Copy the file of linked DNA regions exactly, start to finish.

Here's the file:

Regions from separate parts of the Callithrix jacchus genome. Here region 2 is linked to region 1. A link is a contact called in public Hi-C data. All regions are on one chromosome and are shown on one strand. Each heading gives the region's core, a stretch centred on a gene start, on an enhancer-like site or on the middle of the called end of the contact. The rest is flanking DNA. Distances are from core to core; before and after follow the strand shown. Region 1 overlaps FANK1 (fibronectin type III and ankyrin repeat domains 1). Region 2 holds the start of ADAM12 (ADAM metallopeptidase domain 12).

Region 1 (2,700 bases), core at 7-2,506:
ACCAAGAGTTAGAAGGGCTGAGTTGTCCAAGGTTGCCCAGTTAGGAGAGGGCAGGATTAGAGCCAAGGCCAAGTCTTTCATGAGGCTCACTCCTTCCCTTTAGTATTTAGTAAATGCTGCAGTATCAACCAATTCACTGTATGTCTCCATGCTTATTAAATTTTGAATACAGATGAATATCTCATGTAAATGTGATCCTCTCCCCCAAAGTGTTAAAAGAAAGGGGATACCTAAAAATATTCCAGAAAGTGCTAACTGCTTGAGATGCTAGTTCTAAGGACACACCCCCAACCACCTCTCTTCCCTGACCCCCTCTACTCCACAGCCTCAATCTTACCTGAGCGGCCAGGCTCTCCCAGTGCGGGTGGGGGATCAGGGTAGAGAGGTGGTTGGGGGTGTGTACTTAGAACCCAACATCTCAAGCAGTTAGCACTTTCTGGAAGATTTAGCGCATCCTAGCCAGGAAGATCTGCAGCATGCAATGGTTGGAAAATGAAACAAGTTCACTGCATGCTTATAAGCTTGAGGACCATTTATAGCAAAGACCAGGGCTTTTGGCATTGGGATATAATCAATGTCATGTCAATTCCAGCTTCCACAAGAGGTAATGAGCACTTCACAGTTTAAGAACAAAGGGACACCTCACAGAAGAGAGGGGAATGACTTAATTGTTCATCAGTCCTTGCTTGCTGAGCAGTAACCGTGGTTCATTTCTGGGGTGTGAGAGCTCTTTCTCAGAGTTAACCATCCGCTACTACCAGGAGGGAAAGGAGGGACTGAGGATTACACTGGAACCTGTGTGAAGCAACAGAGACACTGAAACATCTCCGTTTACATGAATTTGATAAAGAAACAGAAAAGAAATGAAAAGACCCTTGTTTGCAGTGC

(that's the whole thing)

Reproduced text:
Regions from separate parts of the Callithrix jacchus genome. Here region 2 is linked to region 1. A link is a contact called in public Hi-C data. All regions are on one chromosome and are shown on one strand. Each heading gives the region's core, a stretch centred on a gene start, on an enhancer-like site or on the middle of the called end of the contact. The rest is flanking DNA. Distances are from core to core; before and after follow the strand shown. Region 1 overlaps FANK1 (fibronectin type III and ankyrin repeat domains 1). Region 2 holds the start of ADAM12 (ADAM metallopeptidase domain 12).

Region 1 (2,700 bases), core at 7-2,506:
ACCAAGAGTTAGAAGGGCTGAGTTGTCCAAGGTTGCCCAGTTAGGAGAGGGCAGGATTAGAGCCAAGGCCAAGTCTTTCATGAGGCTCACTCCTTCCCTTTAGTATTTAGTAAATGCTGCAGTATCAACCAATTCACTGTATGTCTCCATGCTTATTAAATTTTGAATACAGATGAATATCTCATGTAAATGTGATCCTCTCCCCCAAAGTGTTAAAAGAAAGGGGATACCTAAAAATATTCCAGAAAGTGCTAACTGCTTGAGATGCTAGTTCTAAGGACACACCCCCAACCACCTCTCTTCCCTGACCCCCTCTACTCCACAGCCTCAATCTTACCTGAGCGGCCAGGCTCTCCCAGTGCGGGTGGGGGATCAGGGTAGAGAGGTGGTTGGGGGTGTGTACTTAGAACCCAACATCTCAAGCAGTTAGCACTTTCTGGAAGATTTAGCGCATCCTAGCCAGGAAGATCTGCAGCATGCAATGGTTGGAAAATGAAACAAGTTCACTGCATGCTTATAAGCTTGAGGACCATTTATAGCAAAGACCAGGGCTTTTGGCATTGGGATATAATCAATGTCATGTCAATTCCAGCTTCCACAAGAGGTAATGAGCACTTCACAGTTTAAGAACAAAGGGACACCTCACAGAAGAGAGGGGAATGACTTAATTGTTCATCAGTCCTTGCTTGCTGAGCAGTAACCGTGGTTCATTTCTGGGGTGTGAGAGCTCTTTCTCAGAGTTAACCATCCGCTACTACCAGGAGGGAAAGGAGGGACTGAGGATTACACTGGAACCTGTGTGAAGCAACAGAGACACTGAAACATCTCCGTTTACATGAATTTGATAAAGAAACAGAAAAGAAATGAAAAGACCCTTGTTTGCAGTGC